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Author Topic: Aeronautica Umbra fighters  (Read 12435 times)

Offline raravia

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Aeronautica Umbra fighters
« on: May 06, 2006, 04:12:54 am »

Antonio

Surfin in the web i found two of the non built projects from ing. Bellomo who worked for italian Aeronautica Umbra and create these fighter projects before italy get involved in the WWII.

Both are twin engine fighters

the illustrations were not good, but it´s better than nothing.

Enjoy it

Fabián

Offline lark

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Re: Aeronautica Umbra fighters
« Reply #1 on: May 06, 2006, 08:07:35 am »
Raravia,

More about this plane in "www.airwarfareforum.com"
-choose WW II aircraft
-then put in the search bar Aeronauti Umbra MB-902

you will see...

Enjoy.

Lark

Offline Antonio

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Re: Aeronautica Umbra fighters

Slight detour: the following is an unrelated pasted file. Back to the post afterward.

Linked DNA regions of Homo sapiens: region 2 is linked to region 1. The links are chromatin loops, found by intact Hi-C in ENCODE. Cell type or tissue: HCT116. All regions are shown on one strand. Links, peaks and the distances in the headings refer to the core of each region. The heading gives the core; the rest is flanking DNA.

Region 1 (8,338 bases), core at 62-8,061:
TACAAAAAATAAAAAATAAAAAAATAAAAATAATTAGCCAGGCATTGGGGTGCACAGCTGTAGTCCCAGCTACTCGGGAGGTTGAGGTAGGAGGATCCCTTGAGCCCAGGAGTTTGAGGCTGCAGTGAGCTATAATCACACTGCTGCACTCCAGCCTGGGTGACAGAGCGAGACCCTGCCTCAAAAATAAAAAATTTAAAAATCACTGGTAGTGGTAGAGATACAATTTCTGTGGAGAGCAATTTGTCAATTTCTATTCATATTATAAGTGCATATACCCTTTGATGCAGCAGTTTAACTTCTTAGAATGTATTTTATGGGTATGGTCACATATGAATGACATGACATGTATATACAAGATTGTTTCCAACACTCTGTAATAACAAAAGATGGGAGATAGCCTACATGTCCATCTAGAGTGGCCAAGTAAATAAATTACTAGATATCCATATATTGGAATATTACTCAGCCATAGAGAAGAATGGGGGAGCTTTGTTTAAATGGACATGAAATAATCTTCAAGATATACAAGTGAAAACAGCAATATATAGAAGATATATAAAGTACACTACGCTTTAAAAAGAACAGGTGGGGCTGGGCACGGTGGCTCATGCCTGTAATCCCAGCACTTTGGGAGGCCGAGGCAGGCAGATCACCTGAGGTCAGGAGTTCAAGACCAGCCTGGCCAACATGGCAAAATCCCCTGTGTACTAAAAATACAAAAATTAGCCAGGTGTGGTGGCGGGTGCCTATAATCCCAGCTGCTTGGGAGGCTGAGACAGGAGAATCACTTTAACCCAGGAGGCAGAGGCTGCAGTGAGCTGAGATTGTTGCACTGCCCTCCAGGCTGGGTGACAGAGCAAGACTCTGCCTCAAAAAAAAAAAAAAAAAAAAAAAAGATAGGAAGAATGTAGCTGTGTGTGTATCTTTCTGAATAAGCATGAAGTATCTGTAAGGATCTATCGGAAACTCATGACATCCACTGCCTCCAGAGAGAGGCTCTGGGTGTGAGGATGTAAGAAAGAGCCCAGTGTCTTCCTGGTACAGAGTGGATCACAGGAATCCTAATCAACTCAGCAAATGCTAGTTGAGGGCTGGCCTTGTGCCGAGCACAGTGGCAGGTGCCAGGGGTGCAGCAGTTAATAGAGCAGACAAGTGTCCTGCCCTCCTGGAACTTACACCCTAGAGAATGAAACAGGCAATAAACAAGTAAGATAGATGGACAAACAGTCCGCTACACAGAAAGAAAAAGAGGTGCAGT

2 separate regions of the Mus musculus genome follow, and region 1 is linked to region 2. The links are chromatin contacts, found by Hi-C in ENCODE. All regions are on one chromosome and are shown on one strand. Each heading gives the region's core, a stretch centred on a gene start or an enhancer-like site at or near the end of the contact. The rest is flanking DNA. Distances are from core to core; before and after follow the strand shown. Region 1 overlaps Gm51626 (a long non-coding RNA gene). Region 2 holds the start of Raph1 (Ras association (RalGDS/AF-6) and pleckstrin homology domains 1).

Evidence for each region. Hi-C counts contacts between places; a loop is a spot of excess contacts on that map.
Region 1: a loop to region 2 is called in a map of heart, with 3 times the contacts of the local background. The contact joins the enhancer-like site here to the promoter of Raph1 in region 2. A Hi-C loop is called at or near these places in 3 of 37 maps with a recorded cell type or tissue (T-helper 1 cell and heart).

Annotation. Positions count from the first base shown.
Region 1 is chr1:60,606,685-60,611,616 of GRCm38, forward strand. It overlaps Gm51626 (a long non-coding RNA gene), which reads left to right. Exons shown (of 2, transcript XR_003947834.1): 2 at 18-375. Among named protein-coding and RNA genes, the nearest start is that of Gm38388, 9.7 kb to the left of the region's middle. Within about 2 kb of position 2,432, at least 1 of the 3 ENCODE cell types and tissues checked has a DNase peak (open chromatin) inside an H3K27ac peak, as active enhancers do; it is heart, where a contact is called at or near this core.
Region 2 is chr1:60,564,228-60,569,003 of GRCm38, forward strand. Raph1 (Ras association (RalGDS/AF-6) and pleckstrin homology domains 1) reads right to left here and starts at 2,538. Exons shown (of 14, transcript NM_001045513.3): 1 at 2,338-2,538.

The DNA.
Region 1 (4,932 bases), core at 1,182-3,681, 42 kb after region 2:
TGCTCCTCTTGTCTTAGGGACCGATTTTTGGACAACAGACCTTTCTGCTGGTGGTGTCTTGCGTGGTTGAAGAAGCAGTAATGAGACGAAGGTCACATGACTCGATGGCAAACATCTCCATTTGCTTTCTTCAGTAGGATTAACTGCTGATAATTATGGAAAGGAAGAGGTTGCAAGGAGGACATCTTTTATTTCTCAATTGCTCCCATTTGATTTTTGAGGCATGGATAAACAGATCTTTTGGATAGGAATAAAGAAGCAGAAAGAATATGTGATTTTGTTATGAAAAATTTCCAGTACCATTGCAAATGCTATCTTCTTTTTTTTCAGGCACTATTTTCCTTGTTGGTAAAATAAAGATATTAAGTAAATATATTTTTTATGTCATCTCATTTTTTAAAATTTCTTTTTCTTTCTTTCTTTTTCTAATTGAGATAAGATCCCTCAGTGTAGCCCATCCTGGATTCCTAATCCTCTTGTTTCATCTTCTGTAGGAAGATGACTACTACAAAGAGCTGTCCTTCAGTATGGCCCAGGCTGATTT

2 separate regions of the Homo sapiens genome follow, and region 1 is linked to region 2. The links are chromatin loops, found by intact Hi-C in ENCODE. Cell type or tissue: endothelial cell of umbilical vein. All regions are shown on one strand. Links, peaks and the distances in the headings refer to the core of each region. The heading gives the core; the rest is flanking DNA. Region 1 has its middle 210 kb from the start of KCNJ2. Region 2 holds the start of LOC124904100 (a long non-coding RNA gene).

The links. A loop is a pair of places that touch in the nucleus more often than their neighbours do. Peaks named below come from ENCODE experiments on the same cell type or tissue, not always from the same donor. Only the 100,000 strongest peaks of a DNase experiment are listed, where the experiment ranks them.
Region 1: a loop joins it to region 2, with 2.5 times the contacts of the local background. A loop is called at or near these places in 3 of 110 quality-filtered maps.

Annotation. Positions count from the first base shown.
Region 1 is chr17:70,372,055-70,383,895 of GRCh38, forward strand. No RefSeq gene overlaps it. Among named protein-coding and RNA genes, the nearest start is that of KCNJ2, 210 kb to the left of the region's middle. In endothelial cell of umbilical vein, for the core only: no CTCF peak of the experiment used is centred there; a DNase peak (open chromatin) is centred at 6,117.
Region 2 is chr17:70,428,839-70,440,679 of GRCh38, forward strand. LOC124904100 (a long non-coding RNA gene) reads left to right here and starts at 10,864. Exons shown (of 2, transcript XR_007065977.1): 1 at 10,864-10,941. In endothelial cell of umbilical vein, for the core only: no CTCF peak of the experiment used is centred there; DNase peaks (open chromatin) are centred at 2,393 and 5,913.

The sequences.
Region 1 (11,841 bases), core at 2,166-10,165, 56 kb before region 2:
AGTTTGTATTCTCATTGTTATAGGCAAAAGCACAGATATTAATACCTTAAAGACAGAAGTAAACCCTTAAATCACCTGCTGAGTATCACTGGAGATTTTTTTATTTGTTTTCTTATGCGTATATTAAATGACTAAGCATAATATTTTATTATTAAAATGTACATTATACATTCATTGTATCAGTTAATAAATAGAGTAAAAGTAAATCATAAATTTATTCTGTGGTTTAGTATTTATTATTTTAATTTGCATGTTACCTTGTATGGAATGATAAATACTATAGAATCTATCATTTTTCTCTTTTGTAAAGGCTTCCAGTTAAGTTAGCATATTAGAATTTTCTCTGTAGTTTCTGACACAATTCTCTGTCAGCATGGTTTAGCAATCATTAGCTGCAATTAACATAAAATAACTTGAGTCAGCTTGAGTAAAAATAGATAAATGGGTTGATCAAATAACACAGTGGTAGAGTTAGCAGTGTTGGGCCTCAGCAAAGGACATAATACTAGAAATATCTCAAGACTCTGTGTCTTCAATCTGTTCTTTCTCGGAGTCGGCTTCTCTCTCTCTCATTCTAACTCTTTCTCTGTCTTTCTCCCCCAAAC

« Reply #2 on: May 07, 2006, 02:44:47 am »
¡Fantásticos!, gracias Fabián

Cool forum and people (I have seen Tophe is there)..I'm going to join it. Thanks Lark

Offline raravia

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Re: Aeronautica Umbra fighters
« Reply #3 on: May 07, 2006, 02:10:54 pm »

Thank you Lark, i´ve been surfin just a little on this page, and i think it´s very good.

Thanks for the link.

Antonio, i ´m glad you´ll enjoy it, although i guess you knew them.

Saludos

Fabián

Offline Antonio

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Re: Aeronautica Umbra fighters
« Reply #4 on: May 15, 2006, 12:55:43 am »
Fabián,

The Bellomo project is totally new for me. :D

Offline hesham

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Re: Aeronautica Umbra fighters
« Reply #5 on: July 10, 2011, 06:20:40 am »
Hi,


the data for Umbra MB-902.

Offline airman

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Re: Aeronautica Umbra fighters